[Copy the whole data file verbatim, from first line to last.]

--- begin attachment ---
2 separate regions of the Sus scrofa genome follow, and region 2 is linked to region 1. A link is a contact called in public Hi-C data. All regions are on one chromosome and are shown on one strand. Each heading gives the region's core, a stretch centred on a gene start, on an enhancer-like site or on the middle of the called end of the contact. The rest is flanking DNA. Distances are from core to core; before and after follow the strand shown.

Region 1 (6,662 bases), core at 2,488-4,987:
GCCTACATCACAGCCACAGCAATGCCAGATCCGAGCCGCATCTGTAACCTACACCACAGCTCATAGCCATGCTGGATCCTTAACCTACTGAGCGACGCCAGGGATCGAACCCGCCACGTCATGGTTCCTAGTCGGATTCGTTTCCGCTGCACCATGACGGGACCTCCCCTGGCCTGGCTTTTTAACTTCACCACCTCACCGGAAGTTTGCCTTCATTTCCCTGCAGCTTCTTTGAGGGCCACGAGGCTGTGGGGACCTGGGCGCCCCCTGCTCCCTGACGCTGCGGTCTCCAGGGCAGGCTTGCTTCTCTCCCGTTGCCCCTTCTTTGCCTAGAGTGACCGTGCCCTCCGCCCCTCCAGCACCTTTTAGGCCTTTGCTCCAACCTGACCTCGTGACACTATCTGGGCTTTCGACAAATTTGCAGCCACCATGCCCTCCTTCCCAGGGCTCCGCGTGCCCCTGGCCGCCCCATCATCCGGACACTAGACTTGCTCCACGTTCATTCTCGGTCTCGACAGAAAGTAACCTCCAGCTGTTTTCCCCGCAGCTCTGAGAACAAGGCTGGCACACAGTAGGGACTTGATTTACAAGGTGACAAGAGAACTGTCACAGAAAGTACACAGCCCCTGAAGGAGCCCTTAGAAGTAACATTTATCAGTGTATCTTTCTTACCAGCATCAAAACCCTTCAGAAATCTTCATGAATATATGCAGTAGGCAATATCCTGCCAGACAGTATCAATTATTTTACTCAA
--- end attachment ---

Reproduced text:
2 separate regions of the Sus scrofa genome follow, and region 2 is linked to region 1. A link is a contact called in public Hi-C data. All regions are on one chromosome and are shown on one strand. Each heading gives the region's core, a stretch centred on a gene start, on an enhancer-like site or on the middle of the called end of the contact. The rest is flanking DNA. Distances are from core to core; before and after follow the strand shown.

Region 1 (6,662 bases), core at 2,488-4,987:
GCCTACATCACAGCCACAGCAATGCCAGATCCGAGCCGCATCTGTAACCTACACCACAGCTCATAGCCATGCTGGATCCTTAACCTACTGAGCGACGCCAGGGATCGAACCCGCCACGTCATGGTTCCTAGTCGGATTCGTTTCCGCTGCACCATGACGGGACCTCCCCTGGCCTGGCTTTTTAACTTCACCACCTCACCGGAAGTTTGCCTTCATTTCCCTGCAGCTTCTTTGAGGGCCACGAGGCTGTGGGGACCTGGGCGCCCCCTGCTCCCTGACGCTGCGGTCTCCAGGGCAGGCTTGCTTCTCTCCCGTTGCCCCTTCTTTGCCTAGAGTGACCGTGCCCTCCGCCCCTCCAGCACCTTTTAGGCCTTTGCTCCAACCTGACCTCGTGACACTATCTGGGCTTTCGACAAATTTGCAGCCACCATGCCCTCCTTCCCAGGGCTCCGCGTGCCCCTGGCCGCCCCATCATCCGGACACTAGACTTGCTCCACGTTCATTCTCGGTCTCGACAGAAAGTAACCTCCAGCTGTTTTCCCCGCAGCTCTGAGAACAAGGCTGGCACACAGTAGGGACTTGATTTACAAGGTGACAAGAGAACTGTCACAGAAAGTACACAGCCCCTGAAGGAGCCCTTAGAAGTAACATTTATCAGTGTATCTTTCTTACCAGCATCAAAACCCTTCAGAAATCTTCATGAATATATGCAGTAGGCAATATCCTGCCAGACAGTATCAATTATTTTACTCAA